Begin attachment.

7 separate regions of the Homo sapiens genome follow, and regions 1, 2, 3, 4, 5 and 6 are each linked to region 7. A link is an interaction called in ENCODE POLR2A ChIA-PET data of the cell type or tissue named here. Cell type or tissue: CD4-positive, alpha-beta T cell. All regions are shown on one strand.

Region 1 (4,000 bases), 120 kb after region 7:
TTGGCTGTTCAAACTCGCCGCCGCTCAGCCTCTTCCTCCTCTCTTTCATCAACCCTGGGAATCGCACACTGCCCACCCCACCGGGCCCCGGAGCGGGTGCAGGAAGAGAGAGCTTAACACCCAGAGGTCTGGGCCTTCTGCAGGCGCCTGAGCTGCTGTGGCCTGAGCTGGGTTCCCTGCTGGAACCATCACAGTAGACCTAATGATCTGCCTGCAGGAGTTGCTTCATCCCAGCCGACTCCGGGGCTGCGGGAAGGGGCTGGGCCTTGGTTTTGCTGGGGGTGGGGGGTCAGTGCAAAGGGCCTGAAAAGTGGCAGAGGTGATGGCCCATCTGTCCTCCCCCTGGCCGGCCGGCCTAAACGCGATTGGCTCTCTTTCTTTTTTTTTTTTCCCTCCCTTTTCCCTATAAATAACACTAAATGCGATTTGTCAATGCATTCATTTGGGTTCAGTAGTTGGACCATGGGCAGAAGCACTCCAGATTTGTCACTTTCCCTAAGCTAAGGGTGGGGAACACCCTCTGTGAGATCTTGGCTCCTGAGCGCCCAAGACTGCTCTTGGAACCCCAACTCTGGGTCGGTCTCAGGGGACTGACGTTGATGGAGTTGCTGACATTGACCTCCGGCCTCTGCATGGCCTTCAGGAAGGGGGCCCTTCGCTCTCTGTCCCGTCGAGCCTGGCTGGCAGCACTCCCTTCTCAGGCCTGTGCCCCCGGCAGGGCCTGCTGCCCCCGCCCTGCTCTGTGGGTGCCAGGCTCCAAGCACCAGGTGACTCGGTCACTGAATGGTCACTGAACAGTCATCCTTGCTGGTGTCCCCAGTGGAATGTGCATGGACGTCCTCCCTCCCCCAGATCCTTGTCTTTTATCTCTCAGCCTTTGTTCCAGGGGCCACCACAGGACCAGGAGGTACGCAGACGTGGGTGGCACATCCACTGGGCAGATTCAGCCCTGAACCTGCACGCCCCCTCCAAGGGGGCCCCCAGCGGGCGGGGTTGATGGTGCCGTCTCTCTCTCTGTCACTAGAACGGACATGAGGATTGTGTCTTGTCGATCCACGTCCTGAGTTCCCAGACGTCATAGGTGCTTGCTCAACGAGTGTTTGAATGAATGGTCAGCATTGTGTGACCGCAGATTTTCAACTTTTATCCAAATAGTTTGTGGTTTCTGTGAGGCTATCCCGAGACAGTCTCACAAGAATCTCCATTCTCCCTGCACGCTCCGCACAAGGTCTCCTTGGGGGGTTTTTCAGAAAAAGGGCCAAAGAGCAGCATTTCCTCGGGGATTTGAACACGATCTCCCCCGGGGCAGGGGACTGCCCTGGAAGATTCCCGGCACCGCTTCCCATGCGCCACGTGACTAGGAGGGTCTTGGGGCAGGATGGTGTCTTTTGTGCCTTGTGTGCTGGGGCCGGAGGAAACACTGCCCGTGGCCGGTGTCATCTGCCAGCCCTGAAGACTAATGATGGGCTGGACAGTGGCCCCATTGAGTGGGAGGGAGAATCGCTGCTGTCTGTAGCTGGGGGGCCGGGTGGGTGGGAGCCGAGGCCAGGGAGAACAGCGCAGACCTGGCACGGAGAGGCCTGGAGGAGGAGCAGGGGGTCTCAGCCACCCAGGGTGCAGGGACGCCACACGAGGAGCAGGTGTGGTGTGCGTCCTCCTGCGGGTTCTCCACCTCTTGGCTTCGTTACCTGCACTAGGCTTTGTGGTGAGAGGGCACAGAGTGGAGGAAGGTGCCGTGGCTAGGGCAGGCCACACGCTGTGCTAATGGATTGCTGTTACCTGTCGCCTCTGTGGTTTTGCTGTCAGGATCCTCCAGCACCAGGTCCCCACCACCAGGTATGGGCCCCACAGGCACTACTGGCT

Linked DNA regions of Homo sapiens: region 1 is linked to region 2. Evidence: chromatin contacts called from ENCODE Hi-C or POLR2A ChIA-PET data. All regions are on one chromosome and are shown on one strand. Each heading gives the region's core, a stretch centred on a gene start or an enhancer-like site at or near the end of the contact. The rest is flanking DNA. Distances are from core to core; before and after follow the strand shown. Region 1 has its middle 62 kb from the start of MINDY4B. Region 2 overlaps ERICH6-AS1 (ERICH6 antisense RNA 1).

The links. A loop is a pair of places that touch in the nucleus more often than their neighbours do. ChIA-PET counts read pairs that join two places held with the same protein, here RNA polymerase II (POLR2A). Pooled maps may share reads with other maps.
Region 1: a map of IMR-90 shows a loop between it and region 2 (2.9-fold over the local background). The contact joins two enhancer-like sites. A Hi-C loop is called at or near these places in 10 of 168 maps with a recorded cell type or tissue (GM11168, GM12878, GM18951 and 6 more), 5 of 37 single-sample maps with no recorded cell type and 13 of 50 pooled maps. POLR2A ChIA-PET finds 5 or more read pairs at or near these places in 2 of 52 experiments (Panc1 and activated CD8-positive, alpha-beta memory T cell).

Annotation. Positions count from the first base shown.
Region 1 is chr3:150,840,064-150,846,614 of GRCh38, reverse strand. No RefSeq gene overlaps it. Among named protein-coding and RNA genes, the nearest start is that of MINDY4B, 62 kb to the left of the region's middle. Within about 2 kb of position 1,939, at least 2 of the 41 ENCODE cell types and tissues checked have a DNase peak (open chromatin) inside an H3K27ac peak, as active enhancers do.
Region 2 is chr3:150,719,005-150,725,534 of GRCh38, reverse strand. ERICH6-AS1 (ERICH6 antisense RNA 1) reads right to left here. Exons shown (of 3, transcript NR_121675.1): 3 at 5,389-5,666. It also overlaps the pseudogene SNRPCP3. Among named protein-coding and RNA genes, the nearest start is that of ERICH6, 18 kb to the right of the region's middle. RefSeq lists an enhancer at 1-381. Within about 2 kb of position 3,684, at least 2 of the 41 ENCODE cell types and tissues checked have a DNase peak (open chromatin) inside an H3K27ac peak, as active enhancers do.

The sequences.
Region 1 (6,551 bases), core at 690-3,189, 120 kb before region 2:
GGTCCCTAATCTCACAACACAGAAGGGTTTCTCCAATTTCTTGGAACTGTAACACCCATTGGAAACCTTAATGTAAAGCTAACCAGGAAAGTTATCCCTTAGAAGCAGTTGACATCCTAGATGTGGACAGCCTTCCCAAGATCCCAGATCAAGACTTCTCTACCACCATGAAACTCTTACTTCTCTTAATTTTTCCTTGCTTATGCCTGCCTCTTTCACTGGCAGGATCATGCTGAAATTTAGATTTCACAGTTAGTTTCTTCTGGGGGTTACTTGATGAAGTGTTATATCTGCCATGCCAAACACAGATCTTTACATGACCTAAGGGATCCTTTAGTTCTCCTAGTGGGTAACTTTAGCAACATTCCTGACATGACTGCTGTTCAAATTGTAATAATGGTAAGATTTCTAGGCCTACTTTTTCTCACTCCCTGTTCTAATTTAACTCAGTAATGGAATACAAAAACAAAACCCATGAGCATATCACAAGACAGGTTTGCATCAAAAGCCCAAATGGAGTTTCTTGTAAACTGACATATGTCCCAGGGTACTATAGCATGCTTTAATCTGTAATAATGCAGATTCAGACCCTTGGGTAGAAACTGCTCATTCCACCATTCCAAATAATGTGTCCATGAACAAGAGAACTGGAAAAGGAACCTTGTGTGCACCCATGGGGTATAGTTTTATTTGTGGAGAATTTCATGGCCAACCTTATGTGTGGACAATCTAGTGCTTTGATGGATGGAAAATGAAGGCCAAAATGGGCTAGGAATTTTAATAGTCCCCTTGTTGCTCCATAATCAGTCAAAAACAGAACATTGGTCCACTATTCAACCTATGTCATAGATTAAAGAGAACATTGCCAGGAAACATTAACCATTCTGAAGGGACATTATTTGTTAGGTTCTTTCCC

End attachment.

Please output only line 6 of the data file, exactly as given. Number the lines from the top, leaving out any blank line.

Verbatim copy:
Region 1: a map of IMR-90 shows a loop between it and region 2 (2.9-fold over the local background). The contact joins two enhancer-like sites. A Hi-C loop is called at or near these places in 10 of 168 maps with a recorded cell type or tissue (GM11168, GM12878, GM18951 and 6 more), 5 of 37 single-sample maps with no recorded cell type and 13 of 50 pooled maps. POLR2A ChIA-PET finds 5 or more read pairs at or near these places in 2 of 52 experiments (Panc1 and activated CD8-positive, alpha-beta memory T cell).